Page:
The antinociceptive triterpene β-amyrin inhibits 2-arachidonoylglycerol (2-AG) hydrolysis without directly targeting CB receptors.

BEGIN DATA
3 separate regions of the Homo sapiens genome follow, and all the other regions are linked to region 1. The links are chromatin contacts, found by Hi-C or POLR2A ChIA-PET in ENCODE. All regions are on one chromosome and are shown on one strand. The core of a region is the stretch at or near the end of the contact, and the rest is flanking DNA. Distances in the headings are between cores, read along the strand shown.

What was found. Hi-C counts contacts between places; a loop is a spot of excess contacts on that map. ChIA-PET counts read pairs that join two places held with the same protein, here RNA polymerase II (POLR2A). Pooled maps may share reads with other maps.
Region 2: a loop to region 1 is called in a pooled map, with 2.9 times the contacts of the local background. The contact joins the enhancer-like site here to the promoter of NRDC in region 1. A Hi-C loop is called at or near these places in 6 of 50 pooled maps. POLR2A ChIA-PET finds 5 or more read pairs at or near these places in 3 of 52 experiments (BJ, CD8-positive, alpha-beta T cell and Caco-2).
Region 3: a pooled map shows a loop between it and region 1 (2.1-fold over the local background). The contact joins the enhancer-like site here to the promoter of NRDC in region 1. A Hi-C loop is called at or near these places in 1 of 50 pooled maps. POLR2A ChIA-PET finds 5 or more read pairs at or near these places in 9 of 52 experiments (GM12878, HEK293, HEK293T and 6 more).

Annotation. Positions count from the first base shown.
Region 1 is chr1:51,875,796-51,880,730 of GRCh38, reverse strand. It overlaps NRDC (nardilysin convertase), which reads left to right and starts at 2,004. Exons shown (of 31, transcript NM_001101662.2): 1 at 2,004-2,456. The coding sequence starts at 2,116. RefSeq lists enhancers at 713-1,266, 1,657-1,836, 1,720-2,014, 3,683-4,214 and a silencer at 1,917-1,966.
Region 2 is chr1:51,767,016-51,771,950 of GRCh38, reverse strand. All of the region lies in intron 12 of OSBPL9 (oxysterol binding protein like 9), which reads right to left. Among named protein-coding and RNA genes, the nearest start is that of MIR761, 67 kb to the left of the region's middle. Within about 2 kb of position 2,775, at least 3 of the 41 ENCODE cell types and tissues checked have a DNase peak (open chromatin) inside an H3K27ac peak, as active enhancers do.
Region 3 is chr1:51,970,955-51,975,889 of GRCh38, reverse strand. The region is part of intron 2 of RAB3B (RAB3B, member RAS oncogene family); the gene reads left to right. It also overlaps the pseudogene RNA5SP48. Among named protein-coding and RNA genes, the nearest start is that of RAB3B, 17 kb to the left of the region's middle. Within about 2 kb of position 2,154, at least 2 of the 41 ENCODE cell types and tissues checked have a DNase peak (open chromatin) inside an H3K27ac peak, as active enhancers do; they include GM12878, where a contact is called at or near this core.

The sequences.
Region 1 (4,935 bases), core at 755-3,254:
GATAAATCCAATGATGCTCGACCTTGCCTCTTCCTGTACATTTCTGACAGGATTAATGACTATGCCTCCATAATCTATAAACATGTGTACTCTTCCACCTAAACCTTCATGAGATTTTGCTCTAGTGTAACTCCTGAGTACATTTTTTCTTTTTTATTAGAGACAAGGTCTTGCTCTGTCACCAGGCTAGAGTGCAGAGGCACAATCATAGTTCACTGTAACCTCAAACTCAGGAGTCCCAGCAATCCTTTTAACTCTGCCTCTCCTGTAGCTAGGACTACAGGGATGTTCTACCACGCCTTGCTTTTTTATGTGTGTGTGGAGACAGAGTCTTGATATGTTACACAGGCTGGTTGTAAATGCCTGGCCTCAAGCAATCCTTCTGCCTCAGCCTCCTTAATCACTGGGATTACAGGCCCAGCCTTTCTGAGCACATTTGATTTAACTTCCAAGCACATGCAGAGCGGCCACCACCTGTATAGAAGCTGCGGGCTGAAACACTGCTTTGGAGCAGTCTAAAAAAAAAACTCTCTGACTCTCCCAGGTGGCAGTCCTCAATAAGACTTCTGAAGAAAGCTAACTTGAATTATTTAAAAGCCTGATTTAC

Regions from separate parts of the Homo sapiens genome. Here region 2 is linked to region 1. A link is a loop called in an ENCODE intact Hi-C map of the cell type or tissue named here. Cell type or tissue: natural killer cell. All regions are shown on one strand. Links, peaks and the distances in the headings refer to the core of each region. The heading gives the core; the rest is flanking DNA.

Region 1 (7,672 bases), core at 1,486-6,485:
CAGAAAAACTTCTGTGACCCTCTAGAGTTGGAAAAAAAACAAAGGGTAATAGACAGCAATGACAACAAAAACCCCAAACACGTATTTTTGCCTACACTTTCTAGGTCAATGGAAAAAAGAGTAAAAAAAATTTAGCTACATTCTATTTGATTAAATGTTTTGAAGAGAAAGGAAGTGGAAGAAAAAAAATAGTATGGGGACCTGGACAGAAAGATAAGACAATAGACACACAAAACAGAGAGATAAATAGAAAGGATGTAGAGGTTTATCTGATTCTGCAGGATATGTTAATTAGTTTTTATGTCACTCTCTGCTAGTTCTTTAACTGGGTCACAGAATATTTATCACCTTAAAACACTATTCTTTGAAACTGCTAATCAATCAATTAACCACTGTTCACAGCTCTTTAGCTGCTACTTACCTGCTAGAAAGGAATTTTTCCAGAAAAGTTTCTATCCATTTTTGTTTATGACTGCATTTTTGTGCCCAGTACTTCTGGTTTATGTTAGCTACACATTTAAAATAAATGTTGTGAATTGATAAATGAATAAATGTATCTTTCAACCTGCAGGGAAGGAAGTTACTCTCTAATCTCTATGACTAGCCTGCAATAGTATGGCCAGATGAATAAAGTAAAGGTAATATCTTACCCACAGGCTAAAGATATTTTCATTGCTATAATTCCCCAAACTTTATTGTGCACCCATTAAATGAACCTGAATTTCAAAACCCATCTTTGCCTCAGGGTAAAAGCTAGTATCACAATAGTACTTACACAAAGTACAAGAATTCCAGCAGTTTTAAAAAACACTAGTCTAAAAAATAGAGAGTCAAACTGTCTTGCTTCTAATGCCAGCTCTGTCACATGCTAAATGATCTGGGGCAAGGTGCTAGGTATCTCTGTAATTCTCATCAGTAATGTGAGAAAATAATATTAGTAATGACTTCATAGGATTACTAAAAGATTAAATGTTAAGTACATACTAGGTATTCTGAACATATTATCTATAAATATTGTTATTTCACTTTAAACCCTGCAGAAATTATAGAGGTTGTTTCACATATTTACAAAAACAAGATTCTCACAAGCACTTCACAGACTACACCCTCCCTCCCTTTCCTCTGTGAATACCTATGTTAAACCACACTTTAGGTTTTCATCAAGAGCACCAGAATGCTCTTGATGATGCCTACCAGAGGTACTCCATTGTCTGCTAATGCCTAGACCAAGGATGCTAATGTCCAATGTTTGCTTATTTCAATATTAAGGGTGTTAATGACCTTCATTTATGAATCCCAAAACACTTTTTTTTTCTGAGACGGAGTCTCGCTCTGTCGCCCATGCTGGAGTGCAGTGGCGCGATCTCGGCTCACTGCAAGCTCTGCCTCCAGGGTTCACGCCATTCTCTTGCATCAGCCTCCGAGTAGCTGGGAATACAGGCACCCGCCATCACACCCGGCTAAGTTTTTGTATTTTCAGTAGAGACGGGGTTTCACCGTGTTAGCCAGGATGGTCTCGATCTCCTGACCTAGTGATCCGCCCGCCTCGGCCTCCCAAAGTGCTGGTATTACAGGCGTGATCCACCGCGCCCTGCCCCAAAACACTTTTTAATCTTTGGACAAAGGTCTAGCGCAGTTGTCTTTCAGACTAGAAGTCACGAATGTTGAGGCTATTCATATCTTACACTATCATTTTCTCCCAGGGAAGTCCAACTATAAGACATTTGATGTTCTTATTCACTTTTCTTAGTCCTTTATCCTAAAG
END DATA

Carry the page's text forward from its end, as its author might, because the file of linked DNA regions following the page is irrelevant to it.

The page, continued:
ABSTRACT Background and purpose: Pharmacological activation of cannabinoid CB(1) and CB(2) receptors is a therapeutic strategy to treat chronic and inflammatory pain. It was recently reported that the natural product mixture α/β-amyrin selectively binds to the cannabinoid CB(1) receptor with a subnanomolar K(i) value (133 pM). Orally administered α/β-amyrin inhibited inflammatory and persistent neuropathic pain in mice both CB(1) and CB(2) receptor-dependently. Here we investigated effects of amyrins on the major targets of the endocannabinoid system. Experimental approach: We measured CB receptor binding interactions of α- and β-amyrin in validated binding assays using hCB(1) and hCB(2) transfected CHO-K1 cells and further explored potential effects on endocannabinoid transport in U937 cells and breakdown in BV2 cell and pig brain homogenates, as well as purified enzymes. Key results: We were unable to detect significant binding of neither α- nor β-amyrin to hCB receptors in our assays (K(i ) >10 µM). Intriguingly, the triterpene β-amyrin potently inhibited 2-arachidonoyl glycerol (2-AG) hydrolysis in pig brain homogenates, but had no effect on anandamide degradation. Although β-amyrin only weakly inhibited purified human MAGL it also inhibited α,β-hydrolases (ABHDs) and more potently inhibited 2-AG breakdown than α-amyrin and the MAGL inhibitor pristimerin in BV2 cell and pig brain homogenates. Conclusions and implications: We propose that β-amyrin exerts its analgesic and anti-inflammatory pharmacological effects via indirect cannabimimetic mechanisms involving the inhibition of degradation of the endocannabinoid 2-AG without interacting directly with CB receptors. Triterpenoids appear to offer a very broad and largely unexplored scaffold for inhibitors of 2-AG enzymatic degradation. © 2012 The Authors. British Journal of Pharmacology © 2012 The British Pharmacological Society.